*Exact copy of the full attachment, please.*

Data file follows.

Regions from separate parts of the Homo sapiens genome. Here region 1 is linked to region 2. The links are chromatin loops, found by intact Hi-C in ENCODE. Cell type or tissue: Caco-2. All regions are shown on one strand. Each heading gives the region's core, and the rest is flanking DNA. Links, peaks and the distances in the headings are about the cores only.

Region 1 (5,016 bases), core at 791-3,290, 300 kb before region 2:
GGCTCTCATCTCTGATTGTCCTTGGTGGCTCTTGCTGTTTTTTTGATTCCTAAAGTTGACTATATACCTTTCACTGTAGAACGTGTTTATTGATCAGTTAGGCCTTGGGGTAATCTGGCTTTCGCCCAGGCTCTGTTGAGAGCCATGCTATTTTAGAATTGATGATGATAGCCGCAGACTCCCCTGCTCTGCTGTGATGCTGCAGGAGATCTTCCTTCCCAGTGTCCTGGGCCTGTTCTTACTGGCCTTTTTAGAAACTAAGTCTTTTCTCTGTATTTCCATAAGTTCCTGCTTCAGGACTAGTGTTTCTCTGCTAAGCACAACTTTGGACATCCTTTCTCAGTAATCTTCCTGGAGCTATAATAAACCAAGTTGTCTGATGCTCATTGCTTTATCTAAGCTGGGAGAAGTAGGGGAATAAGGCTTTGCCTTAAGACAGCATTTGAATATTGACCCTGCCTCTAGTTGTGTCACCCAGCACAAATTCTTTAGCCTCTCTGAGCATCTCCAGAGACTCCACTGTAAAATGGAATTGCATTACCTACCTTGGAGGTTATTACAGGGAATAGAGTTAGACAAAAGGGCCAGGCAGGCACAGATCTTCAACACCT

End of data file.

Regions from separate parts of the Homo sapiens genome. Here region 1 is linked to region 2. The links are chromatin loops, found by intact Hi-C in ENCODE. Cell type or tissue: Caco-2. All regions are shown on one strand. Each heading gives the region's core, and the rest is flanking DNA. Links, peaks and the distances in the headings are about the cores only.

Region 1 (5,016 bases), core at 791-3,290, 300 kb before region 2:
GGCTCTCATCTCTGATTGTCCTTGGTGGCTCTTGCTGTTTTTTTGATTCCTAAAGTTGACTATATACCTTTCACTGTAGAACGTGTTTATTGATCAGTTAGGCCTTGGGGTAATCTGGCTTTCGCCCAGGCTCTGTTGAGAGCCATGCTATTTTAGAATTGATGATGATAGCCGCAGACTCCCCTGCTCTGCTGTGATGCTGCAGGAGATCTTCCTTCCCAGTGTCCTGGGCCTGTTCTTACTGGCCTTTTTAGAAACTAAGTCTTTTCTCTGTATTTCCATAAGTTCCTGCTTCAGGACTAGTGTTTCTCTGCTAAGCACAACTTTGGACATCCTTTCTCAGTAATCTTCCTGGAGCTATAATAAACCAAGTTGTCTGATGCTCATTGCTTTATCTAAGCTGGGAGAAGTAGGGGAATAAGGCTTTGCCTTAAGACAGCATTTGAATATTGACCCTGCCTCTAGTTGTGTCACCCAGCACAAATTCTTTAGCCTCTCTGAGCATCTCCAGAGACTCCACTGTAAAATGGAATTGCATTACCTACCTTGGAGGTTATTACAGGGAATAGAGTTAGACAAAAGGGCCAGGCAGGCACAGATCTTCAACACCT